Wednesday, November 25, 2009
Apichatpong Weerasethakul at the Musée d'Art Moderne de la Ville de Paris
At the entrance to the installation Primitive, there is a 10 minute film Phantoms of Nabua (2009) that is conceived as a preface or exposition to the forms and ideas of the larger installation. (Click on the link to see the Film)
I couldn’t help seeing this film as encapsulating everything that interests me and seduces me about the cinema. I have seen Apichatpong Weerasethakul’s films before in the movie theater, and was so much more taken and entranced by these examples in the gallery. I wonder if they aren’t in fact more appropriate to the context of the gallery, even though everything about them is cinematic. This ten minute film, Phantoms of Nabua is all about light: fire —in flames and cinders— neon, electrical, light of the projector, and lightening as it is projected on a screen that is the backdrop to the profilmic reality. The film is, in many ways, a poem of light, an ode to light, as these everyday lights dance together, the one replacing the other, making patterns, light made into an object, creating and destroying illusions. And perhaps the most fascinating thing about the lights in this film? They never illuminate the scene. Light might be the film’s protagonist, but it is a protagonist who remains true to its realist dimensions, and simultaneously, departs from our expectations of it.
The film opens with a shot of a neon street light against a luminescent blue night sky. The camera finds the image of lighting on a screen in an expanse of wasteland. A group of young men kick a log around in the foreground of the screen. The two worlds, the one on the screen, the one before the screen apparently have nothing to do with each other. And then the screen catches aflame, it becomes an object, and the men do not extinguish it, they watch it burn, waste away. It is as though now that the screen is an object it warrants their attention, whereas before when the parade of images were projected onto it, there was nothing of interest to look at. And then as the screen becomes ash, blowing away in the gentle night wind, the light of the projector behind what was once the screen flickers. The film continues to run, but with no screen to fall on. All illusions are incinerated, but behind the illusions there is just another empty light. We can still hear the soundtrack of the image as it runs through the projector: the thunder of the film that no longer exists, is so distinct, and in place of the lightening we see the flickering light of the projector. Is this the end of cinema, or the end of illusion?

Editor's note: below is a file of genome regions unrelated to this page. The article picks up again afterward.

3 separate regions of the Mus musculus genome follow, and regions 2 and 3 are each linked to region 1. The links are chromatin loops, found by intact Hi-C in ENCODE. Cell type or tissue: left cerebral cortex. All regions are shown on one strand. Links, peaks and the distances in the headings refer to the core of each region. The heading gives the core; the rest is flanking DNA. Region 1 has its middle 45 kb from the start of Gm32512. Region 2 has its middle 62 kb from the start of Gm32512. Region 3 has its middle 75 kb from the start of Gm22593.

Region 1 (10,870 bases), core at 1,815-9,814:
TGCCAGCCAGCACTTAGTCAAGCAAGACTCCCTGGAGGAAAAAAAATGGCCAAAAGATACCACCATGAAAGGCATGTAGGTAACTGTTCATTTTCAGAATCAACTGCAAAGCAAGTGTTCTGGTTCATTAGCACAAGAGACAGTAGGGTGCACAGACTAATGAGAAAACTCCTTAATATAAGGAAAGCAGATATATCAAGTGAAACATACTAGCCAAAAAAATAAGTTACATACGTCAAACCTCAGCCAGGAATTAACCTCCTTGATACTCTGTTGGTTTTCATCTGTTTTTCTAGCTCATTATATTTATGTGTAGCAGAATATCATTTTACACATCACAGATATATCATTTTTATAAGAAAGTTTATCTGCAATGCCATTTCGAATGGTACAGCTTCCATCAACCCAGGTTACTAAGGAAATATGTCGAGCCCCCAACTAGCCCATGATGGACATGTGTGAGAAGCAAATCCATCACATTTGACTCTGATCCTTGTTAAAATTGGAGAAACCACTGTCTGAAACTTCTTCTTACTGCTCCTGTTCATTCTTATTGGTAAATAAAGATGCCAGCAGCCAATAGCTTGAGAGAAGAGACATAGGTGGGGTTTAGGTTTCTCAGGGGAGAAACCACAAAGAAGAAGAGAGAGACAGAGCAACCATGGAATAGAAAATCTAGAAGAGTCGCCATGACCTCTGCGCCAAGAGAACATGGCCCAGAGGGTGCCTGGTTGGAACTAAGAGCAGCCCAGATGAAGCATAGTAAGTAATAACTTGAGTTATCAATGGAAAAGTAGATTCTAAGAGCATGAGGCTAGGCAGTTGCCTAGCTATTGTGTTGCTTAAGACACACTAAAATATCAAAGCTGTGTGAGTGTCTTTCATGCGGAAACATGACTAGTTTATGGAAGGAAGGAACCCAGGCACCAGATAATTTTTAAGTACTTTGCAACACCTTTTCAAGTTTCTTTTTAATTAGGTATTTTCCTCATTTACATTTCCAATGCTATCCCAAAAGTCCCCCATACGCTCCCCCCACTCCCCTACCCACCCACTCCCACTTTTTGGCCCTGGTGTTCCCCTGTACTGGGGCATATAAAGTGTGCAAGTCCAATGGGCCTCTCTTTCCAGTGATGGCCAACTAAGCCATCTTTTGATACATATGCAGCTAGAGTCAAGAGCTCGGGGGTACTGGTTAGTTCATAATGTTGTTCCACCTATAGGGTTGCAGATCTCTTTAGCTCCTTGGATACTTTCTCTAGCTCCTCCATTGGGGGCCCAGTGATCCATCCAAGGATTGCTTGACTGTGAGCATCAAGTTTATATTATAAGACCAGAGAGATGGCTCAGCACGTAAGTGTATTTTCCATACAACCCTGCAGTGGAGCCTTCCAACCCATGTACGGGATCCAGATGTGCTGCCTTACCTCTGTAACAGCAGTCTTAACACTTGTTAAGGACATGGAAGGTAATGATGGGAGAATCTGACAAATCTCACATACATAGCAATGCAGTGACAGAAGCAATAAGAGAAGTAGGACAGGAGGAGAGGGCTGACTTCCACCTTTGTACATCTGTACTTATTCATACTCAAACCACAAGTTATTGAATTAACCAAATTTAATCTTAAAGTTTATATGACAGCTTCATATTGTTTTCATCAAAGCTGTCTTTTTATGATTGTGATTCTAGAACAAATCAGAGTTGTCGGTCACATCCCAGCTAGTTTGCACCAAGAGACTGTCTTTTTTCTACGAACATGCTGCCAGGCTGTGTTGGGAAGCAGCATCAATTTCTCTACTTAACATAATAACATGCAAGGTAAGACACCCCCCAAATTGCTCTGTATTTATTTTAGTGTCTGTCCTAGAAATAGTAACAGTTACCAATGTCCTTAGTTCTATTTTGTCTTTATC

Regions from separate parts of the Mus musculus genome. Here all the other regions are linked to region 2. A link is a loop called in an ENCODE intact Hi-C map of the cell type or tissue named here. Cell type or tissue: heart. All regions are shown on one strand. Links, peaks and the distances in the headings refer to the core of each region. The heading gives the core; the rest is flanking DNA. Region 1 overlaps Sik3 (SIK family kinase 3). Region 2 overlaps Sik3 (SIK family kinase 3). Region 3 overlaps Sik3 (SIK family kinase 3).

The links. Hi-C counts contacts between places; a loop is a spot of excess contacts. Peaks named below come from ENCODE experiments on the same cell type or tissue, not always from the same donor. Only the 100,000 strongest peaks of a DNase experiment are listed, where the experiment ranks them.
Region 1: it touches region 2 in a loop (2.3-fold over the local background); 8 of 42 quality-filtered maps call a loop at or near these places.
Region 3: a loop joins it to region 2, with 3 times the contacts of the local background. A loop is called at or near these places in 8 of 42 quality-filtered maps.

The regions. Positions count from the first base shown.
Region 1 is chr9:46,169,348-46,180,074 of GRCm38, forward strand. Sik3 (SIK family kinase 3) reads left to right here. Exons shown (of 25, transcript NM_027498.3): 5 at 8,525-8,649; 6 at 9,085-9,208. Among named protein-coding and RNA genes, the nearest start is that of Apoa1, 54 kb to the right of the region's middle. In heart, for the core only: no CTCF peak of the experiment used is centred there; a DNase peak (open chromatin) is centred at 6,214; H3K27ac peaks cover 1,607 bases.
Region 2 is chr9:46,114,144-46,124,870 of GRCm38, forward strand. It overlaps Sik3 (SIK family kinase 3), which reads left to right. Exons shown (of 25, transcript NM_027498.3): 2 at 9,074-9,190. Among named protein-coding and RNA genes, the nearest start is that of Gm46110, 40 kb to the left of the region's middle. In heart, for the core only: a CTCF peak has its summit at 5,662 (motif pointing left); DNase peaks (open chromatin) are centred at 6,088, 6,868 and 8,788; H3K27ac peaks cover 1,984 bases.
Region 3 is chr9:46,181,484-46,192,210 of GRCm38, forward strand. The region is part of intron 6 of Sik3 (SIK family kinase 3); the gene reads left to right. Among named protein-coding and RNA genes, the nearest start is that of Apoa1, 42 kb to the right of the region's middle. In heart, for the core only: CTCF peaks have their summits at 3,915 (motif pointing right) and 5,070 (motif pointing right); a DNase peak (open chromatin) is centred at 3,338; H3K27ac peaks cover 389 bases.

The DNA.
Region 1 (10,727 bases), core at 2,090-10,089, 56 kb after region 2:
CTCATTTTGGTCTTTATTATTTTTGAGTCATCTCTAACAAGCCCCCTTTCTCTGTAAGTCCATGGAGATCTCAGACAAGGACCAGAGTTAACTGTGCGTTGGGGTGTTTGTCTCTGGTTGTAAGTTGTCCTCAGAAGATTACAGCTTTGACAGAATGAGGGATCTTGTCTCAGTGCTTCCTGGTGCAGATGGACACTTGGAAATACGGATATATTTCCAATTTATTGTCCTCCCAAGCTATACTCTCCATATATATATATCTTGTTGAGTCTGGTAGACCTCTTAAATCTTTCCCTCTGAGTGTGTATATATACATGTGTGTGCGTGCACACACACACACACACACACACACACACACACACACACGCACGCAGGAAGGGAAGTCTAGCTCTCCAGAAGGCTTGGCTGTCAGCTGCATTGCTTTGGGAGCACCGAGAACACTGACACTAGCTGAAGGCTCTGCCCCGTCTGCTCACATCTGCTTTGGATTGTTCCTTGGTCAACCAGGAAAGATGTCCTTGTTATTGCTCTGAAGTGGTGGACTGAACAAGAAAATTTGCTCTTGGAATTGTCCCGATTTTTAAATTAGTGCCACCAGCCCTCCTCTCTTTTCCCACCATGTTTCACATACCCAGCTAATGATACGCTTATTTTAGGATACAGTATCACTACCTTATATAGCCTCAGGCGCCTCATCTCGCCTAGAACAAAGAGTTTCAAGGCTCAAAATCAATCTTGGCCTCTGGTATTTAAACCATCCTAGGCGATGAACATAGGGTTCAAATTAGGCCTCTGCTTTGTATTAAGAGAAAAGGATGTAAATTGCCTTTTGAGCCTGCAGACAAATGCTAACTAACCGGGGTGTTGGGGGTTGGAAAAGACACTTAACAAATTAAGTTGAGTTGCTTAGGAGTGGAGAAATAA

Phantoms of Nabua is about watching films within films, films on films, the image we watch continually being reduced to no more than a surface as the drama of the lightening on the projected screen starts to resemble something we would see in Dr Frankenstein’s laboratory, sparks flying, exploding, and yet, of course, as we watch the light, the film becomes about the difficulty of seeing. Again, somewhat ironically for a film that is such a drama of light, lighting and lightening, we never see the young men, even as they use a log on fire as a football. We know they are young men, but that’s as far as we can go to defining their presence.
Like the figures of the young men, the themes of anger, memory, the past and history are kept in the shadows here. We know they are there because the title alerts us to their presence, but we have little access to them. Nabua was the site of a bloody battle between local communist farmers and the Thai totalitarian government in August 1965, resulting in a longstanding and brutal occupation by the army. If Phantoms of Nabua is an exposition of what is to follow in Primitive, then its concerns with light--natural light, neon light, electrical light, daylight, fire light-- which stay in the darkness, then the history of national destruction and trauma might be everywhere addressed in the exhibition, but they are nowhere to be seen. And I have to say, this is not because the real history is obfuscated, but rather, a subtle rendering through experimental film ensures that they remain spectres that haunt every vision, but refuse to satisfy our desire to know more.
It is a rare occasion to find such powerful and intelligent filmmaking either in the museum or the theater, and to appreciate the force of Phantoms of Nabua as exposition to the installation, a word of warning. It’s important to approach the exhibition through its main entrance (as opposed to via the Albert Oehlen exhibition next door).